Conceived during the years following the Second World War, Halliday’s book sets out the solution to a problem even more relevant for us today: How can we deal with the rapidly increasing pace and complexity of life, fear of terrorism and the threatening state of world affairs, climate breakdown and the confusions of difficult personal relationships—without succumbing to the wear and tear of stress, to depression and illness?
In Reflexive Self-Consciousness Halliday provides a way to assimilate the shocks of our life experiences, so that we might live a more balanced life. The way to achieve this balance is through reconnecting with the centre of our own being, our consciousness. Through this self-development, we can rediscover our proper place in relation to the universe. Halliday sets out not only the nature of this consciousness, but also its relation to the world of phenomena, to the nature of being, and in particular, to mankind. He begins by examining the meaning of the related terms sentience, consciousness, feeling, sensation, and awareness. He writes that all are related, they are to some degree interchangeable, and they all refer to, ‘That in and by which we know what we know, and that we know.’
If we ask ourselves what this statement means, we can only say that, ‘We know what we mean. Consciousness is its own evidence’, and thus we cannot indicate what we mean by one of these consciousness-related words, ‘without appealing to that in us, which corresponds with their significance, that is, to that in us which knows that it knows’.
If we do not posit sentience as a property which is present, ‘from the very beginning of creation, or evolution’ it is not possible to ‘find a point later at which we may logically introduce it’. The placing together of a large number of non-sentient particles, however complex their arrangement, cannot itself give rise to consciousness. Halliday does not accept the view that consciousness is a by-product of increasing complexity in matter, merely a consequence arising from the processes of evolution. On the contrary, he sees a complex structure of cells such as the brain, as ‘a vehicle for the expression of the complex processes of an [already existing] sentience’. He posits that the ultimate source and origin of our being resides in an absolute field of sentience. Halliday goes on to state that the true nature of the self is ‘consciousness itself’. But, as beings with physical bodies, we are tyrannised by the limitations of our sense organs; by the pursuit of pleasure and the avoidance of pain, by emotional charges in the records of our experiences, so that we often behave in a reactive manner—as if we were no more than animals with no free choice. However, if we learn to remember the nature of our true self, and our source in consciousness, we can free ourselves from this enslavement and become human, that is, capable of free choice and action.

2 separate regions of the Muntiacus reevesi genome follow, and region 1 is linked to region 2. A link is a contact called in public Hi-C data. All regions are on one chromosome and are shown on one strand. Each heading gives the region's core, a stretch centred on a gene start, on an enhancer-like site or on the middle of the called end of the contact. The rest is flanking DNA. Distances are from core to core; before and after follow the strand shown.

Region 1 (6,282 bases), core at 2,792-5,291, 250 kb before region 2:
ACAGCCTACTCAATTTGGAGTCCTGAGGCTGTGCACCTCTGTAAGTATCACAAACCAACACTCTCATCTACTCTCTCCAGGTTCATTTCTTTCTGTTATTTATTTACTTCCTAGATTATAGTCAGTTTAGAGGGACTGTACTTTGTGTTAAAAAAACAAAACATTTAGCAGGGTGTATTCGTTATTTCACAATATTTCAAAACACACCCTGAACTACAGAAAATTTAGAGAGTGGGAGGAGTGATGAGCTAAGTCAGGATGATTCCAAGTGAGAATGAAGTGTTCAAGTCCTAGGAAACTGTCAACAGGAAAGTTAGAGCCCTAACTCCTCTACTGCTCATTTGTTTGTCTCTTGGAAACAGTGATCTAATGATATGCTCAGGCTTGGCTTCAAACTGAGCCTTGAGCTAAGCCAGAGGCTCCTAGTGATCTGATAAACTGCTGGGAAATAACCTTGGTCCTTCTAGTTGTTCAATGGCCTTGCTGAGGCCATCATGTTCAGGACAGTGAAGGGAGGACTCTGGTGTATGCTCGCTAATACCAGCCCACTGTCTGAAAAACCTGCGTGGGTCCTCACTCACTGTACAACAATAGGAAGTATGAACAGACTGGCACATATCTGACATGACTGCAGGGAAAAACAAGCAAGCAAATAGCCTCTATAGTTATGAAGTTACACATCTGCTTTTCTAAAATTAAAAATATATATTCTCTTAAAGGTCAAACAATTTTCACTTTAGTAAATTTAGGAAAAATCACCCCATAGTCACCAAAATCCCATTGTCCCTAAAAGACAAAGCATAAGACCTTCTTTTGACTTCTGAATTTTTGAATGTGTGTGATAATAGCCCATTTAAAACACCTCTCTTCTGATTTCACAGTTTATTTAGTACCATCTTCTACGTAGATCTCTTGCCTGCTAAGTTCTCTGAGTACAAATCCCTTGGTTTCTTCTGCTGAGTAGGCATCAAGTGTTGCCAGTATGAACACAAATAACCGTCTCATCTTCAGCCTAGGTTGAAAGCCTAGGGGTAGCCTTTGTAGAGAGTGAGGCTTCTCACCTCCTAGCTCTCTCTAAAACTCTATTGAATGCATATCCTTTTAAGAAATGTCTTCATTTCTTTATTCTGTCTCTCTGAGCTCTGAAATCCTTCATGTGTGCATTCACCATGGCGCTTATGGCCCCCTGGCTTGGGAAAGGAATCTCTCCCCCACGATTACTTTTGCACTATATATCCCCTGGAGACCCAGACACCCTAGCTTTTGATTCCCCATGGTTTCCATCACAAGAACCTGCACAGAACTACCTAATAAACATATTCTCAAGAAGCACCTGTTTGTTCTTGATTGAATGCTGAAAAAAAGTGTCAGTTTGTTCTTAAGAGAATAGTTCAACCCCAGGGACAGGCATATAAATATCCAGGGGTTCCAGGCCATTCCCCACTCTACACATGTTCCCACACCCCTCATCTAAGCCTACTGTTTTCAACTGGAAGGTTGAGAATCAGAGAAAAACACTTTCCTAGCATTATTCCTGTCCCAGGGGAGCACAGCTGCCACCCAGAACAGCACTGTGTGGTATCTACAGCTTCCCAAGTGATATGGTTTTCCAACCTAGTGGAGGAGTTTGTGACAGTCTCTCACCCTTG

Before Evolution, Eugene Halliday posits an Involution, in which he likens the activity of the absolute field of sentience to that of the sea. For its internal movements, he uses the metaphor of the sea’s waves, which create vortices within it, which in turn give rise to all the observable phenomena of the world. Atoms, molecules, cells, plants, animals, mankind, human beings, are all formed within this absolute sentient field, and thus all are sentient: there is no non-sentient level of being.
This sentience, which resides in the place of each being, falls into identification with that being, right down to the grossest physical level of the mineral world. Through the process of Evolution, sentience has evolved through mineral, plant, animal, and human, to rediscover its true nature by becoming increasingly aware of its ‘Reflexive Self-Consciousness’—which is the title of this book.
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Reflexive Self-Consciousness, by Eugene Halliday (2019)